Thanks to advances in neonatal care and technology, babies born as early as 23 weeks preterm survive at higher rates than ever before. This group of very early preterm babies encounter many challenges concerning their health and development which require special needs and demands. However, to manage health complications, up to 90% of drugs used in newborn and preterm babies are used off-label, meaning drugs without official approval for this specific age group that can come with unknown optimal dosage, unexpected side effects or a lack of positive impact on the baby’s condition.

Clinical trials, targeted at newborn and preterm babies, provide an opportunity to understand the impact on families and what they consider optimal outcomes, and these might not necessarily be the same as for medical professionals. Their involvement also helps to tailor medical treatments, improve babies’ outcomes and reduce off-label medication and side effects. Nevertheless, involving this group in clinical trials is challenging. The enrolment of babies depends on the parents’ consent and their adherence to follow-up care. Understandably, parents often feel uncomfortable with trials being carried out on their babies and find themselves left alone with their decision. Additionally, follow-up as part of the data collection is lacking due to gaps in platforms, gaps in standardised protocols or simply due to participant drop-out. In particular, very preterm babies are severely underrepresented in clinical trials.

A key step towards resolving low enrolment and greater acceptance or normalisation of clinical trials in this patient group is through cooperation and support of parent organisations to guarantee public and patient involvement (PPI). In this case, the involvement of parents of preterm babies and the participation of adults born preterm during the early stages of clinical trial study design is important. Only by allowing those directly impacted to express their opinions and concerns can researchers better plan to achieve optimal outcomes, greater acceptance and the desired enrolment rates.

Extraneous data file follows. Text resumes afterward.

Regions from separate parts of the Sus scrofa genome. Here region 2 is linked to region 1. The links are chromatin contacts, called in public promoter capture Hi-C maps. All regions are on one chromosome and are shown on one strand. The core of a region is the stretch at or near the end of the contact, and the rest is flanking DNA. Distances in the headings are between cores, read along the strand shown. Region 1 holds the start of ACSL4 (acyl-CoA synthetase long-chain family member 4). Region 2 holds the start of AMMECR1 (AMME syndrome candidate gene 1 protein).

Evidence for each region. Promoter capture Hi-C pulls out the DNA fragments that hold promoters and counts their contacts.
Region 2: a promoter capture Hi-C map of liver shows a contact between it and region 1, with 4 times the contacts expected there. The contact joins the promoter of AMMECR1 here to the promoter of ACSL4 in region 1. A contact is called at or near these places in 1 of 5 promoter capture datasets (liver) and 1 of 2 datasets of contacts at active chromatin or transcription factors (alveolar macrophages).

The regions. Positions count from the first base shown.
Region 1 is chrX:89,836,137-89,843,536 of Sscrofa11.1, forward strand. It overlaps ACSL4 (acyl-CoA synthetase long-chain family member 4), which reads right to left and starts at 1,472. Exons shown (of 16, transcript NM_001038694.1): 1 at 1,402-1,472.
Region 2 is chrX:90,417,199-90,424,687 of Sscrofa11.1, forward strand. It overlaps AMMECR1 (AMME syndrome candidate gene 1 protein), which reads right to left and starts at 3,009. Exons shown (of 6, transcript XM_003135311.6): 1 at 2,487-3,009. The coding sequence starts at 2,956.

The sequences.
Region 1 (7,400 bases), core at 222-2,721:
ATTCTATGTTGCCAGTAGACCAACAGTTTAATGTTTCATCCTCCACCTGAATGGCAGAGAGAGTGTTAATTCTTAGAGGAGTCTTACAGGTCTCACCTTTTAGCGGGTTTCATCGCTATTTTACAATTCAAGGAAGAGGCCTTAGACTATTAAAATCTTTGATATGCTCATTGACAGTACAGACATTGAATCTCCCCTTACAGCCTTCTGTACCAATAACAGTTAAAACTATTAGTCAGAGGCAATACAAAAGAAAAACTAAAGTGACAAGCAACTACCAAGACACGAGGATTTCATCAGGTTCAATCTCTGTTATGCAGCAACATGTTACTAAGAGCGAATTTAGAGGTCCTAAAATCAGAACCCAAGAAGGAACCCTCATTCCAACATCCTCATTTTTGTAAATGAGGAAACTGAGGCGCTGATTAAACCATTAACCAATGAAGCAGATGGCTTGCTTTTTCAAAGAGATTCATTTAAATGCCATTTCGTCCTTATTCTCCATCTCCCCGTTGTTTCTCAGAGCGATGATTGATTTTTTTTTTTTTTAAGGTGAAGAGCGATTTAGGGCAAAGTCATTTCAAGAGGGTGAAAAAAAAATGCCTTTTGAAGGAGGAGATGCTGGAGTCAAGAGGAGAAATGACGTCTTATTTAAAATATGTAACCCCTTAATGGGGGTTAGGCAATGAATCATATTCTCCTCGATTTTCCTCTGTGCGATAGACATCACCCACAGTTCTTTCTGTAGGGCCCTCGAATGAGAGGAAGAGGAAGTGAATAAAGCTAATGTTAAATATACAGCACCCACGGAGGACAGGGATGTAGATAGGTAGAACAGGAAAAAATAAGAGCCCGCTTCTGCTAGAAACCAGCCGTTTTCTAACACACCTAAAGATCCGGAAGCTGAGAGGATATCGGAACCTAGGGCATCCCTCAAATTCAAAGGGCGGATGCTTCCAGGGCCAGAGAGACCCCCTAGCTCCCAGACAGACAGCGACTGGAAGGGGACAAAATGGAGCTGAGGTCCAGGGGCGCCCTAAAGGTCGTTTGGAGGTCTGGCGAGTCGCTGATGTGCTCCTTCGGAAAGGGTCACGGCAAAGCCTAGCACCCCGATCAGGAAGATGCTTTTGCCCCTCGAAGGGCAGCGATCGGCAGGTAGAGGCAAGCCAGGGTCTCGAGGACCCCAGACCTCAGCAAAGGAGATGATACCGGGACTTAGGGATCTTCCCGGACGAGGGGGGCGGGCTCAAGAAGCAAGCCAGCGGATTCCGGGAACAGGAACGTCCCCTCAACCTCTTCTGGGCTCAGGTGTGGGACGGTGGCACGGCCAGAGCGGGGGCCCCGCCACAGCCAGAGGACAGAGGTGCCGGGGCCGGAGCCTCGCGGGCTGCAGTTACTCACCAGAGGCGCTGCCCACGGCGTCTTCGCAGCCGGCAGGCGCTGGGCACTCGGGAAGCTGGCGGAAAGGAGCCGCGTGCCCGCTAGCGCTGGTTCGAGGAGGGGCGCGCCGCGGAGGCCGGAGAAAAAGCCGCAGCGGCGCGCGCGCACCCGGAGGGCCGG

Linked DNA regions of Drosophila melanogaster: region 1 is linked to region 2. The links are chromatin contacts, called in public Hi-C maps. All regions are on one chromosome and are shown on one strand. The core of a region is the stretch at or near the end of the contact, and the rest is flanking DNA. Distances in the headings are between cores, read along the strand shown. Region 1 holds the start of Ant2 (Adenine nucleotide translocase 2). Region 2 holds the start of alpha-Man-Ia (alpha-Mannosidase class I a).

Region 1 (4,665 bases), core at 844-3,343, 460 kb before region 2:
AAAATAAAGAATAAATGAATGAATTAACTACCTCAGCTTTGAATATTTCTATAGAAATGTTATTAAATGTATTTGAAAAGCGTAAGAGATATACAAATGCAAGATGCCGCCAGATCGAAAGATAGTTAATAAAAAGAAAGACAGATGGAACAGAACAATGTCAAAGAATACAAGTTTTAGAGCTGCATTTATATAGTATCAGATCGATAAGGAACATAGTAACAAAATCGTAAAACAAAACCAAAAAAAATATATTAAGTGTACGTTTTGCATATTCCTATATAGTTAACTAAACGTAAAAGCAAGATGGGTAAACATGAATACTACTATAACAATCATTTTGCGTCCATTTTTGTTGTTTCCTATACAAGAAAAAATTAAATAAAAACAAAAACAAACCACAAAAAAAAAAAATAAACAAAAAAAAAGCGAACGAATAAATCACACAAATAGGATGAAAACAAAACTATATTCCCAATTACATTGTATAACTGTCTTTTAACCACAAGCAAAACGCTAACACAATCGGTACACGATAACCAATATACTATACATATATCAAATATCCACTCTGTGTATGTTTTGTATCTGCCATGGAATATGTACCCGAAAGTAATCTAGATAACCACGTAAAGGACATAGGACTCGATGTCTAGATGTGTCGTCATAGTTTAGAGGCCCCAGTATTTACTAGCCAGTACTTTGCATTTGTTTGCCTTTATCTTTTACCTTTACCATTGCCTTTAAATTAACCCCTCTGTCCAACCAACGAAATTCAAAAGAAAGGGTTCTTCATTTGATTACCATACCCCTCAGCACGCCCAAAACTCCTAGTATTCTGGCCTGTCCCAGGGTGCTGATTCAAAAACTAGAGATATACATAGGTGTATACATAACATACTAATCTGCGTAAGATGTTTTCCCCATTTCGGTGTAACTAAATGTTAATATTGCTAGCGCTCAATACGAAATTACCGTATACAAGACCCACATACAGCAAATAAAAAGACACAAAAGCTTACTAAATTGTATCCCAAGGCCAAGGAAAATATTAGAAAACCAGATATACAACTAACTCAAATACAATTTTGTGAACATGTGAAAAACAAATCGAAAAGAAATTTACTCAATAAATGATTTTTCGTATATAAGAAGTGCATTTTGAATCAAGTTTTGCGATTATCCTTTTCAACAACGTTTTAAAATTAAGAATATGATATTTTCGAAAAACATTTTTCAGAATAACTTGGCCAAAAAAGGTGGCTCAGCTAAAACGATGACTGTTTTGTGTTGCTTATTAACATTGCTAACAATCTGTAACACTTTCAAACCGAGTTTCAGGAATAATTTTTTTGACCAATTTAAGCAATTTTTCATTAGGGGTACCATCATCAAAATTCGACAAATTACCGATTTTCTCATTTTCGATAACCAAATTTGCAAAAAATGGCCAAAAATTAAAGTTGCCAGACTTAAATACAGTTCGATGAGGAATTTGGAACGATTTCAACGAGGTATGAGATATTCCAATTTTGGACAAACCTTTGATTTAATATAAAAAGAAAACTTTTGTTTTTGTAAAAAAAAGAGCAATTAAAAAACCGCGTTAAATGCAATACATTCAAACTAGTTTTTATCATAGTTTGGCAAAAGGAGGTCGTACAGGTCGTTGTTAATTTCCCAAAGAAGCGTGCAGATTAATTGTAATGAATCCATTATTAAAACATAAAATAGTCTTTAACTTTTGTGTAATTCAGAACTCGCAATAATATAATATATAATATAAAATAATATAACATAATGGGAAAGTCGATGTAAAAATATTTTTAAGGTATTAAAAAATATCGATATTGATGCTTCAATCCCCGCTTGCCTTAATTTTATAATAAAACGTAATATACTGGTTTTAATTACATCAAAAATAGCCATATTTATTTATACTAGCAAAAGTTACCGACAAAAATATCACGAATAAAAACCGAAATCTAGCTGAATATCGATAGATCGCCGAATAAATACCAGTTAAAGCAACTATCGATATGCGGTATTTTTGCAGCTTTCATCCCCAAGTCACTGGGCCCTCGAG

The c4c Proof of Viability study, TREOCAPA, a randomised European clinical trial on the use of paracetamol to close the ductus arteriosus, integrates the voices of parents/families in throughout the study. The European Foundation for the Care of Newborn Infants (EFCNI) is the Public and Patient Involvement (PPI) partner in the TREOCAPA clinical trial, ensuring that the public, patients and caregivers are heard. With the establishment of a parental advisory board (PAB), EFCNI’s goal is also to ensure the aspects important to parents are included in the trial and to create understandable information materials for them.

Acknowledging that one in every ten babies is born preterm, it is also essential that the public recognises the importance of the involvement of preterm babies and their families in research projects, and awareness campaigns like World Prematurity Day are an excellent way to start. EFCNI generally and also within the c4c project strives to advance neonatal research and comprehend the needs of preterm and very preterm babies, with patients and families at the centre of their approach. Let us offer every baby the best start in life.